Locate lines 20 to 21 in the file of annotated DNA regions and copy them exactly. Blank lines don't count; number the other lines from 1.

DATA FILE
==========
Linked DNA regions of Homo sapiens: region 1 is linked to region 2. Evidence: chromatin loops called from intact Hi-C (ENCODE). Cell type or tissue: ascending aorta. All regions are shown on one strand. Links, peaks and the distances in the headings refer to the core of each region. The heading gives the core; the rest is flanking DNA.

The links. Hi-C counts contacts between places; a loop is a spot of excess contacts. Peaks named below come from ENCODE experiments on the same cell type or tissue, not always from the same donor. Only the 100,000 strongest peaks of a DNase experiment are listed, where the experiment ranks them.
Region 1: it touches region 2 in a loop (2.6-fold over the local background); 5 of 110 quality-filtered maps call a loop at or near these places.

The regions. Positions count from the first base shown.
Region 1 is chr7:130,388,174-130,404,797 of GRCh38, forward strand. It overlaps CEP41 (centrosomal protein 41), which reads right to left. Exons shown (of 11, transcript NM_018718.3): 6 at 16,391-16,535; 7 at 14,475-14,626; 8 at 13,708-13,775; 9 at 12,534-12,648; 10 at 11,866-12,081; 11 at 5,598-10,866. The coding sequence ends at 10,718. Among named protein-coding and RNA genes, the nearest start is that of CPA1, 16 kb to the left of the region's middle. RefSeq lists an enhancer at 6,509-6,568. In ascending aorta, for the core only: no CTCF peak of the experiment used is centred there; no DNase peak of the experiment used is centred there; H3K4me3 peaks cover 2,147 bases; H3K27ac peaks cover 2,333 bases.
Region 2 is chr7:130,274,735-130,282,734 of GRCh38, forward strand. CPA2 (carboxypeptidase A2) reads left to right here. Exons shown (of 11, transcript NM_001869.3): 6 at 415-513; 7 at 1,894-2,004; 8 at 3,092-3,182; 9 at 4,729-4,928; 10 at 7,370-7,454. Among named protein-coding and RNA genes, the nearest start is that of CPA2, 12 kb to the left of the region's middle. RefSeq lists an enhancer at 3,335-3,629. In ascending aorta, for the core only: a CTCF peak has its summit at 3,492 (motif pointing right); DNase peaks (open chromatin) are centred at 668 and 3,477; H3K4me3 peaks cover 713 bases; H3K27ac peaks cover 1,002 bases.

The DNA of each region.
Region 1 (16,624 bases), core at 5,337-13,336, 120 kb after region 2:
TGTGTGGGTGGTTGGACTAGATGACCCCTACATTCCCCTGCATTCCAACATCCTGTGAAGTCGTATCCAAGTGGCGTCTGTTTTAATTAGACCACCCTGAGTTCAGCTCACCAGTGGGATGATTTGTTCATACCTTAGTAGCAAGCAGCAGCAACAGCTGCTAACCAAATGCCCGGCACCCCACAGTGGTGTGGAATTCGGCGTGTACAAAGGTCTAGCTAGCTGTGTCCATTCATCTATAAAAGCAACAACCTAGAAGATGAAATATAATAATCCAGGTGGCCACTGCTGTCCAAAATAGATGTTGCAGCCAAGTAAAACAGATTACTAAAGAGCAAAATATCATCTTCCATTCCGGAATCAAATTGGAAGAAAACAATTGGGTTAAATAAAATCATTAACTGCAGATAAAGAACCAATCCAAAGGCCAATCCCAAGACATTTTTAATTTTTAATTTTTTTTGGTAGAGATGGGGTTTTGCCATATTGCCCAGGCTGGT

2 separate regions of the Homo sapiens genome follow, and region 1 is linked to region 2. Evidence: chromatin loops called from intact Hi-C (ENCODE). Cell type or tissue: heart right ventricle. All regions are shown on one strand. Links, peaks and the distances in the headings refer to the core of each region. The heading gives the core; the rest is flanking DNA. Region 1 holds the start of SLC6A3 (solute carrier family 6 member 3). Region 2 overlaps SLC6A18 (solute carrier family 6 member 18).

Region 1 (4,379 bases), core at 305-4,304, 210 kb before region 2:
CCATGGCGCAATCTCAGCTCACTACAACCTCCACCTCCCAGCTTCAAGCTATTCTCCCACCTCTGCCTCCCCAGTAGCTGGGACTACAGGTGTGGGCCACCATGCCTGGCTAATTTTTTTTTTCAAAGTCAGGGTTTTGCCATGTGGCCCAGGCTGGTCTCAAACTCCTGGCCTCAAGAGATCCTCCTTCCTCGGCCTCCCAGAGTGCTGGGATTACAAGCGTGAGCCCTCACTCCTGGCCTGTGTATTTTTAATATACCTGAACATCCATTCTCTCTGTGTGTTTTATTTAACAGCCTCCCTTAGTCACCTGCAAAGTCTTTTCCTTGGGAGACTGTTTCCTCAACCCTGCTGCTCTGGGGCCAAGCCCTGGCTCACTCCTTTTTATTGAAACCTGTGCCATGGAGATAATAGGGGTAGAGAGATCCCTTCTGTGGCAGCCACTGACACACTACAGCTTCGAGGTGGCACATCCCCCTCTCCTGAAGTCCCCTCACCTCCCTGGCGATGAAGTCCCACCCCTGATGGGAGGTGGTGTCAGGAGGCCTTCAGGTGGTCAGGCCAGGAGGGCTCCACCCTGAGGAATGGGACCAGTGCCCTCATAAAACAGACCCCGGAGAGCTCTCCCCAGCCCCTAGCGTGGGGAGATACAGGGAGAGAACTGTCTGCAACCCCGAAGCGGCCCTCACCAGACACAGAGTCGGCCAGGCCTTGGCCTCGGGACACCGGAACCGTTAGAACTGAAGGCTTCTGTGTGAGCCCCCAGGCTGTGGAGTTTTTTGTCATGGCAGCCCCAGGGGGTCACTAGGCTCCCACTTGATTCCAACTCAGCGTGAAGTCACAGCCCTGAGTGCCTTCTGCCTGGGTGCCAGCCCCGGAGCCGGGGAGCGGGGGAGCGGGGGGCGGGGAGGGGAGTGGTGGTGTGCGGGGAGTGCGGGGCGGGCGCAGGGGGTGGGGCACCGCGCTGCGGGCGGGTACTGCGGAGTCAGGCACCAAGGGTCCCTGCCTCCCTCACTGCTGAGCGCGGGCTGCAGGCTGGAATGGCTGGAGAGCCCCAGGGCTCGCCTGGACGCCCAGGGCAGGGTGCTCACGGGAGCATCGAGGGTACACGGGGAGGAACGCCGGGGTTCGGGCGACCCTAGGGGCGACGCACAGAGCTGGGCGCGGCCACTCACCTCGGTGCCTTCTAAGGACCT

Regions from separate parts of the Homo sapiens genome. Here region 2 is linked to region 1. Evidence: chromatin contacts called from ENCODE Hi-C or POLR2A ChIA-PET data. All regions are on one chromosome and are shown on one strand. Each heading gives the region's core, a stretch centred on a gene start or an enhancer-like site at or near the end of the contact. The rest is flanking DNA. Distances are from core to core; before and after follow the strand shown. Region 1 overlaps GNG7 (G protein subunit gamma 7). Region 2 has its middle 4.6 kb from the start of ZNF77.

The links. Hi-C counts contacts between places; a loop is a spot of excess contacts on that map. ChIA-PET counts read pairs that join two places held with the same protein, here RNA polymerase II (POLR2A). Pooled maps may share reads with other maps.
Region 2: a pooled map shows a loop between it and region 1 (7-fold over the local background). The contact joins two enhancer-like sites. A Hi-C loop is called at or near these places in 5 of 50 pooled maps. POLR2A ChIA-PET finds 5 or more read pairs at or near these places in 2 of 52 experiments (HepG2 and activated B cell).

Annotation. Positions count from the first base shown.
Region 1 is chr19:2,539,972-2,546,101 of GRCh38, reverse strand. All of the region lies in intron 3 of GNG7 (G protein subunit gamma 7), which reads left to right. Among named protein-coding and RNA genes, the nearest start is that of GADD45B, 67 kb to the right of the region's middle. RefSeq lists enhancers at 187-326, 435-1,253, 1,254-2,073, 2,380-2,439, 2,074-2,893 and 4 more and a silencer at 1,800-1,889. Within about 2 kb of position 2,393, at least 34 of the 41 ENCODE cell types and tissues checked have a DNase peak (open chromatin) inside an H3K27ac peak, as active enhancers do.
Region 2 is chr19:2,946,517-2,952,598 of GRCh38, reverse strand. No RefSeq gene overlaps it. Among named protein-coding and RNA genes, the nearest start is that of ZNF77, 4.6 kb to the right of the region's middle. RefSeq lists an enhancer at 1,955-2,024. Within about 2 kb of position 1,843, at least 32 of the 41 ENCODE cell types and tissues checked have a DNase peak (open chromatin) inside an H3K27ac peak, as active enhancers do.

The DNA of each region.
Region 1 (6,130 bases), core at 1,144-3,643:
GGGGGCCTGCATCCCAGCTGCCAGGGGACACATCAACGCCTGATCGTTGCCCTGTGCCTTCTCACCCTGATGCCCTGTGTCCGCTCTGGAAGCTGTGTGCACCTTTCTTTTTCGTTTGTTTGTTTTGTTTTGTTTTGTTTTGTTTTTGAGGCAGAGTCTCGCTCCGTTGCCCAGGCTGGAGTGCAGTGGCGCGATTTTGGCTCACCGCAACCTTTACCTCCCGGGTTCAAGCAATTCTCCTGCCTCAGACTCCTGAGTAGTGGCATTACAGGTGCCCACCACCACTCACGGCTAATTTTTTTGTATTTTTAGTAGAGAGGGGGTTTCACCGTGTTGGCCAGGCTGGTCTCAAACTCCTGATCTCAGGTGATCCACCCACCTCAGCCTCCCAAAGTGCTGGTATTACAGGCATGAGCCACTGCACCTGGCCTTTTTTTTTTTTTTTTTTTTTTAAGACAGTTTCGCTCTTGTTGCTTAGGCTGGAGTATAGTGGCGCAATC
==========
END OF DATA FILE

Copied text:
Region 1 (6,130 bases), core at 1,144-3,643:
GGGGGCCTGCATCCCAGCTGCCAGGGGACACATCAACGCCTGATCGTTGCCCTGTGCCTTCTCACCCTGATGCCCTGTGTCCGCTCTGGAAGCTGTGTGCACCTTTCTTTTTCGTTTGTTTGTTTTGTTTTGTTTTGTTTTGTTTTTGAGGCAGAGTCTCGCTCCGTTGCCCAGGCTGGAGTGCAGTGGCGCGATTTTGGCTCACCGCAACCTTTACCTCCCGGGTTCAAGCAATTCTCCTGCCTCAGACTCCTGAGTAGTGGCATTACAGGTGCCCACCACCACTCACGGCTAATTTTTTTGTATTTTTAGTAGAGAGGGGGTTTCACCGTGTTGGCCAGGCTGGTCTCAAACTCCTGATCTCAGGTGATCCACCCACCTCAGCCTCCCAAAGTGCTGGTATTACAGGCATGAGCCACTGCACCTGGCCTTTTTTTTTTTTTTTTTTTTTTAAGACAGTTTCGCTCTTGTTGCTTAGGCTGGAGTATAGTGGCGCAATC